This week we thought we’d turn our blog over to our dear friend, Eve Marie Kuntzman, from Angel City Pit Bull Rescue in Los Angeles, CA. She is our guest blogger for the day—she perfectly recaps a recent visit to Best Friends Animal Society that she and our board president, Julie Honse, took in June. For those dreaming up your next vacation plans, you might want to consider working in a stay at our country’s largest animal sanctuary, located in southern Utah—you most definitely won’t regret it! Enjoy!
When I typically wake on a weekday morning, the decisions I must make never deviate far from the mundane. What should I wear? Did I remember to set the timer on the coffee pot? Will the stock market wreak its wrathful havoc upon me? Not today, however … this day is different. My questions today are more along the lines of “what will Jeffrey be having for breakfast?, “has Orson continued to lose weight?”, and “did the flat tires in Eve’s wagon get filled?” Today, I am not going to work, you see … I am in the south of Utah, amidst my first ever week of volunteering at Best Friends Animal Sanctuary.
Some 30 years ago, a few dozen animal-loving pioneers set out to settle this property – founding what has since become the largest animal welfare and rescue sanctuary in the country. Encompassing some 40,000 acres of Utah’s Angel Canyon, this tangible testament to the progress of their movement is consecrated; the many diverse havens that populate the landscape each have an important function, a diverse community, and a critical role. Horse Haven, home of hoofed inhabitants recovering from past woes and enjoying a peaceful respite – not the least of which being Curly Sue, famed survivor of the ”Last 28″, horses saved from the final queue when slaughterhouses were outlawed. Piggy Paradise, where almost twenty pot-bellied pinnacles of preciousness root in the red clay of their special mud baths. Cat World, with numerous wards each designated for a specific feline demographic – from thin cats needing some fattening, fat cats needing some thinning, feral cats needing some patient socializing, and everything in-between. Parrot Garden, home to domestic birds who often outlive their human families. Wild Friends, whose programs and caretakers focus not on adoption, but rather upon the careful task of rehabilitating their inhabitants to ensure successful return to their natural environments. Rabbits, goats, burros, prairie dogs … no species turned away.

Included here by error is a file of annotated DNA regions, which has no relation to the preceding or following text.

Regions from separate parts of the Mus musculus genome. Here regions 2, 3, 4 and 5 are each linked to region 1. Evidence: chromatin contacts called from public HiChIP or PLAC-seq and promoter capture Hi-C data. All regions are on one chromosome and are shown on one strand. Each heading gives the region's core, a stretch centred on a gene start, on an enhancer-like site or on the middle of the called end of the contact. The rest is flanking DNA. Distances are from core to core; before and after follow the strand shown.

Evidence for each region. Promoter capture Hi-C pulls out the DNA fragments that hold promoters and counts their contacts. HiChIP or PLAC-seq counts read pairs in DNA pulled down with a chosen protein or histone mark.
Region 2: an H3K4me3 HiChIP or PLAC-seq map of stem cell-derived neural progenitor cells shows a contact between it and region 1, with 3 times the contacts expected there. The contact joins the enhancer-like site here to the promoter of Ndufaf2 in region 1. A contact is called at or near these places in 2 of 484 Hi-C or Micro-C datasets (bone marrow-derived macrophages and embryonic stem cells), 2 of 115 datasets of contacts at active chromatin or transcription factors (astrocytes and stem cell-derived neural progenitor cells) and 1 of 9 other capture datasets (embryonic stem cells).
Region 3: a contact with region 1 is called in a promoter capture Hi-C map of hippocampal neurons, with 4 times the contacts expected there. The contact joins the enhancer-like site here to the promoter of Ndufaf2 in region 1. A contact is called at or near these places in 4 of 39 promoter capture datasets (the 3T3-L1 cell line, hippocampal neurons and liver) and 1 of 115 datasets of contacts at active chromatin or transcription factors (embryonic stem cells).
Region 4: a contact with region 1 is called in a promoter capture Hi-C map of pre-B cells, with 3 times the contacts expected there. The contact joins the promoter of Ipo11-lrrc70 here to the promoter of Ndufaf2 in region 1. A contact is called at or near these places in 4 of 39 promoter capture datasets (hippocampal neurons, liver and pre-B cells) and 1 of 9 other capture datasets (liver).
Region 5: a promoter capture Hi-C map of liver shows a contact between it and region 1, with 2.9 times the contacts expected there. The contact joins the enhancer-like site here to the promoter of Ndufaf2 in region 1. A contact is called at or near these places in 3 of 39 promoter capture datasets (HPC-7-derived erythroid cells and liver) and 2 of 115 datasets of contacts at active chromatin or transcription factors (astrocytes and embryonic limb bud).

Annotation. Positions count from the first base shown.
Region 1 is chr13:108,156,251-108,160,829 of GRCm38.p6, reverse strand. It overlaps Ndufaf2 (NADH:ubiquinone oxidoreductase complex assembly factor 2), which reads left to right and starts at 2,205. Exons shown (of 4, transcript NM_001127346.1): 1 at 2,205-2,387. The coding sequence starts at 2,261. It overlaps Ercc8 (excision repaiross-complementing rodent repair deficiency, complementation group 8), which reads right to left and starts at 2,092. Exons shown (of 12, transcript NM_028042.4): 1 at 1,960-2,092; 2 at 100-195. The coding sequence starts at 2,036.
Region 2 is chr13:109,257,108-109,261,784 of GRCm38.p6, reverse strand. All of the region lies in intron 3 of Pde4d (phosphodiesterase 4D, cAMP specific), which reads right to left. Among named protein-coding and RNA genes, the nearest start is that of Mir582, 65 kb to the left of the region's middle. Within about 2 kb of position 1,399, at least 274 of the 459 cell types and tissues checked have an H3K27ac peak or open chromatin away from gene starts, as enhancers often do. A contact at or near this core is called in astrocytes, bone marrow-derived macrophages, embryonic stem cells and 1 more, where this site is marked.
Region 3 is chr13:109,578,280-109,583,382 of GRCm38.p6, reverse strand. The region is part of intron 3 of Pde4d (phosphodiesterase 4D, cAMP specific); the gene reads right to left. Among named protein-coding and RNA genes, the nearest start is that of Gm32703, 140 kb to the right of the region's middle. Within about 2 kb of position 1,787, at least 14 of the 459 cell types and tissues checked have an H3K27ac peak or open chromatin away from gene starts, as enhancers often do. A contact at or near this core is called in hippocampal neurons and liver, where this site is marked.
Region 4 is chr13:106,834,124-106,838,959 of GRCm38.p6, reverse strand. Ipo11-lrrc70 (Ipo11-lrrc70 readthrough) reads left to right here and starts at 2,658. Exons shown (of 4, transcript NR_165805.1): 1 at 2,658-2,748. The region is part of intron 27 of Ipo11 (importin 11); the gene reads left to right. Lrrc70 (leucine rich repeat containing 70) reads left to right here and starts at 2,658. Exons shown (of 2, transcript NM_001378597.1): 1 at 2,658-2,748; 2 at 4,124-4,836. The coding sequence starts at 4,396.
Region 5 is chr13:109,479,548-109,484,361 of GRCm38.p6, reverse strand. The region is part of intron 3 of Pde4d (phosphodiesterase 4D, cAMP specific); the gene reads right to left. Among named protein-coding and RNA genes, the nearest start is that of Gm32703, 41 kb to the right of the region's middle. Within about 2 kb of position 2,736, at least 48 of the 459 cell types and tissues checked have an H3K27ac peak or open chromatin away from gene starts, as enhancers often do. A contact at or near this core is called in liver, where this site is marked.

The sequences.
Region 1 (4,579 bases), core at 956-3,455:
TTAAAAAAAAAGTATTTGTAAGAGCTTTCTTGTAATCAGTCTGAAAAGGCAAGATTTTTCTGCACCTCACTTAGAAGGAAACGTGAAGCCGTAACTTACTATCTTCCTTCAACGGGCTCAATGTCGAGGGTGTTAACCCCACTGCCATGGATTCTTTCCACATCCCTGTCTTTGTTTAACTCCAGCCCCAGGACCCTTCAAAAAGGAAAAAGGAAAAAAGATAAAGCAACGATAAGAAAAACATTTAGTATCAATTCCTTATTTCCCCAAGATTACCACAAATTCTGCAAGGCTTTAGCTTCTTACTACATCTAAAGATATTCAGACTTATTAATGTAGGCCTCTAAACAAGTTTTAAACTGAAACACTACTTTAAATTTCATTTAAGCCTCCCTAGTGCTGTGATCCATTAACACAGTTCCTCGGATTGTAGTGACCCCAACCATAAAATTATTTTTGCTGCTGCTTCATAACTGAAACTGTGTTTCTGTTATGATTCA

And let’s not forget Dogtown, an assortment of buildings across a landscape connected by winding, tree-lined walking paths … traversing everything from Puppy Preschool to Old Friends. National Geographic made a television series years ago about the important work they do here, most notably the rehabilitation of what are termed “The Vicktory Dogs” – many of whom have since been adopted and are living the lives they have always deserved.
In the middle of it all, you will find a congregational place called Angels Landing; people come here to rejuvenate, relax, and even at times, to marry. 5,500 feet above sea level, where The Anasazi once lived; cave paintings and structural remnants can be found here upon exploring the many cavernous corners and hidden lakes of this high desert landscape. The pueblos of this region’s predecessors may have since been replaced with state-of-the-art animal care facilities, but that has not interfered with the blessed nature of this place. This is truly hallowed ground.
If loving animals is your religion, there is no other way to put it – this is your Mecca.